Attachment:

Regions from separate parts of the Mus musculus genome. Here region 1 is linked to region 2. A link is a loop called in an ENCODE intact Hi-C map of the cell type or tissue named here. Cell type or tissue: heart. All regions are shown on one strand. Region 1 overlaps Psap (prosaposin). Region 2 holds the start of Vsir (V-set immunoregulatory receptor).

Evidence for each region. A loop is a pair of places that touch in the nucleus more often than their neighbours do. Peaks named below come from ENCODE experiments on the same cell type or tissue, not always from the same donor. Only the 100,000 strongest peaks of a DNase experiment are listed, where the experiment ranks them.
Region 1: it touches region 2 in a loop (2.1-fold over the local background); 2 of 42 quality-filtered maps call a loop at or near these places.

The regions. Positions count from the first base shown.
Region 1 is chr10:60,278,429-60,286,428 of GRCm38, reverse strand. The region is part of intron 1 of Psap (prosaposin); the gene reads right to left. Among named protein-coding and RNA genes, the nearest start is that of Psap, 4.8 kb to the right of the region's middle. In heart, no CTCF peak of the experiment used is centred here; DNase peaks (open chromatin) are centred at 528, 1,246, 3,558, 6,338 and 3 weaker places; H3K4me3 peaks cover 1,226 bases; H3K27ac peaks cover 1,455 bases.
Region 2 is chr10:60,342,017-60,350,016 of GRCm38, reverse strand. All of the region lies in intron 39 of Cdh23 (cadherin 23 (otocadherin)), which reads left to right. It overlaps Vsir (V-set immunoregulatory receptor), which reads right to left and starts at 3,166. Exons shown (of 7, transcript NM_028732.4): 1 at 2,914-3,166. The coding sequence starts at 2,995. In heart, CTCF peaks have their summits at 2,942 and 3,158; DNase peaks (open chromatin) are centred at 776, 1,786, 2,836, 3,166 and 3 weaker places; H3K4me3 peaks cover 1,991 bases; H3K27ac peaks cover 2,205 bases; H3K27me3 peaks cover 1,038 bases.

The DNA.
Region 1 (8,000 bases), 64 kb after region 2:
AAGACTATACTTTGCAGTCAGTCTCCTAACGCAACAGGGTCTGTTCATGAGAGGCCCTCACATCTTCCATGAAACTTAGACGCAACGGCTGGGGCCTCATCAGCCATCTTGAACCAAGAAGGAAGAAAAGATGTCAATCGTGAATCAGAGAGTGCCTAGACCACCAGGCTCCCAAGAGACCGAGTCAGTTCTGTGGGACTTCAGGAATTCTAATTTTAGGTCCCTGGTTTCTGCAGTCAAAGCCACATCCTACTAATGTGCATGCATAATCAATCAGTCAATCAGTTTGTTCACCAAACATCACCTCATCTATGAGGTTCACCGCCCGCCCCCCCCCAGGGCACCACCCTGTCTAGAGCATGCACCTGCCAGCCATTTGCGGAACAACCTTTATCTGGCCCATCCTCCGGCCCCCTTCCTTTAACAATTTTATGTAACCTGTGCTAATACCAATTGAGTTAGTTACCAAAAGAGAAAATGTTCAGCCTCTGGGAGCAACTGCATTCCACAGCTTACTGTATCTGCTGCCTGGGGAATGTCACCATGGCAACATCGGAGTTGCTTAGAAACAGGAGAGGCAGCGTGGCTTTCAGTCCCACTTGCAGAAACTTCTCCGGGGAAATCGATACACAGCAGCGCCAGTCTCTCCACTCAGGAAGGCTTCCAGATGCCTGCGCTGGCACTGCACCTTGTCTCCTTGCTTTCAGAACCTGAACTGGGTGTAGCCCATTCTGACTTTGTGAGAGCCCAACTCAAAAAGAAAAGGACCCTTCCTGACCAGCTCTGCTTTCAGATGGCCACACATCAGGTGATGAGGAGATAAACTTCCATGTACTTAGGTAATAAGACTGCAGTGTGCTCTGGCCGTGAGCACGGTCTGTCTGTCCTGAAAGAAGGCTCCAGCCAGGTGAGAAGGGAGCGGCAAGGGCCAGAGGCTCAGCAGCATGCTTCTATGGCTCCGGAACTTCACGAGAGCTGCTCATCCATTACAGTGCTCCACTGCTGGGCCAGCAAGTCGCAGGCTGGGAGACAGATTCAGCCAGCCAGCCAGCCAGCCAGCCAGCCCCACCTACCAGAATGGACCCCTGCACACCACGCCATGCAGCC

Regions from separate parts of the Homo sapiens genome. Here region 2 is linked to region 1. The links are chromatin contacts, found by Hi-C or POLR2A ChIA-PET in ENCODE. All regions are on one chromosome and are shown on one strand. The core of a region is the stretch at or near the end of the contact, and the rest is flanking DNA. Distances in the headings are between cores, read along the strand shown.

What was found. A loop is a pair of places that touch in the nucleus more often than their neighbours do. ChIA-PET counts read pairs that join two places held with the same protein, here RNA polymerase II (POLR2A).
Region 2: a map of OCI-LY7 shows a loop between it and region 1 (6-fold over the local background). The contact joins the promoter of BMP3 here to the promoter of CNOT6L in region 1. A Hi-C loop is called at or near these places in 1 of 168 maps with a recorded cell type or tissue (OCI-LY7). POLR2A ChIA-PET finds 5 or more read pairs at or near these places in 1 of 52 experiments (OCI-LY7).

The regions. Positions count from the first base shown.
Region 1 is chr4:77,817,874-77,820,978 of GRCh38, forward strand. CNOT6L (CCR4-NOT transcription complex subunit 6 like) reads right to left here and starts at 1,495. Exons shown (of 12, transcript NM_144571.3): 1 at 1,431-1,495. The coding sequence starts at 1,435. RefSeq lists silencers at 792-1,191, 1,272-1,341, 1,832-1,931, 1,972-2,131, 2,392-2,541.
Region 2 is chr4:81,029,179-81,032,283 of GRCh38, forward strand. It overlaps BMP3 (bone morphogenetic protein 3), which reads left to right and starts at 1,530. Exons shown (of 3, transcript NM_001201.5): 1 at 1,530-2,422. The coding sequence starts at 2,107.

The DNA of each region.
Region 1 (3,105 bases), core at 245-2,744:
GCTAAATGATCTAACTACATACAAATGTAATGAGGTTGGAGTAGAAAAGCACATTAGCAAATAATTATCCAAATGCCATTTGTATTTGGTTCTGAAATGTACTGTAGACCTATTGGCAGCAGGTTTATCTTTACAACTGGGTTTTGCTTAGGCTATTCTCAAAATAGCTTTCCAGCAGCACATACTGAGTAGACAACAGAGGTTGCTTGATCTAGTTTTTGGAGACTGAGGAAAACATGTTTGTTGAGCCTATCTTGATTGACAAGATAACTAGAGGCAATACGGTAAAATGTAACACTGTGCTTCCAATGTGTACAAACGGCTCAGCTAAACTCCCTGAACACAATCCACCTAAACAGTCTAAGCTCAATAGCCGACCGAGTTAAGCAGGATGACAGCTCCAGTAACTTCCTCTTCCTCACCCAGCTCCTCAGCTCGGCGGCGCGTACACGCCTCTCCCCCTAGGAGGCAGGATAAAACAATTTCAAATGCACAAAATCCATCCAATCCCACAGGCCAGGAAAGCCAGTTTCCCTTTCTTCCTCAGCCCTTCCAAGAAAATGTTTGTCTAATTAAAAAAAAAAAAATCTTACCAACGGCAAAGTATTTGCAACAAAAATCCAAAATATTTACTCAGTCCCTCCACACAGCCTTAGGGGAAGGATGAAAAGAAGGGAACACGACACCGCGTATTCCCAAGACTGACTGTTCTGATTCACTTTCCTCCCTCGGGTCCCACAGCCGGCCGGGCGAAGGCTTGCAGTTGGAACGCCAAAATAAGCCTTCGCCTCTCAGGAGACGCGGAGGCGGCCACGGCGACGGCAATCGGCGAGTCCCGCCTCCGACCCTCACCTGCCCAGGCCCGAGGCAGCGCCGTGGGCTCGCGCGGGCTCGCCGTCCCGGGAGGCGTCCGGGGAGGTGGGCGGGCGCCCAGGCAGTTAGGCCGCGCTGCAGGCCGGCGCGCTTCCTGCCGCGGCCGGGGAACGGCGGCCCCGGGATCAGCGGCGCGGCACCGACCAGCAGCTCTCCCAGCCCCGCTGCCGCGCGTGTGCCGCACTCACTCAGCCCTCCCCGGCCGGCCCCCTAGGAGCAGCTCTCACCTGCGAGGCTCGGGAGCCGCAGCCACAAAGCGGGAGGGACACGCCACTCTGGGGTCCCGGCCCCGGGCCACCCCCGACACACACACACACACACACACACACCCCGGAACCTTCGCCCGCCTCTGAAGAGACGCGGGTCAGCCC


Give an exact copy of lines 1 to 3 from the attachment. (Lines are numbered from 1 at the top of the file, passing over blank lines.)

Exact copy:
Regions from separate parts of the Mus musculus genome. Here region 1 is linked to region 2. A link is a loop called in an ENCODE intact Hi-C map of the cell type or tissue named here. Cell type or tissue: heart. All regions are shown on one strand. Region 1 overlaps Psap (prosaposin). Region 2 holds the start of Vsir (V-set immunoregulatory receptor).

Evidence for each region. A loop is a pair of places that touch in the nucleus more often than their neighbours do. Peaks named below come from ENCODE experiments on the same cell type or tissue, not always from the same donor. Only the 100,000 strongest peaks of a DNase experiment are listed, where the experiment ranks them.
Region 1: it touches region 2 in a loop (2.1-fold over the local background); 2 of 42 quality-filtered maps call a loop at or near these places.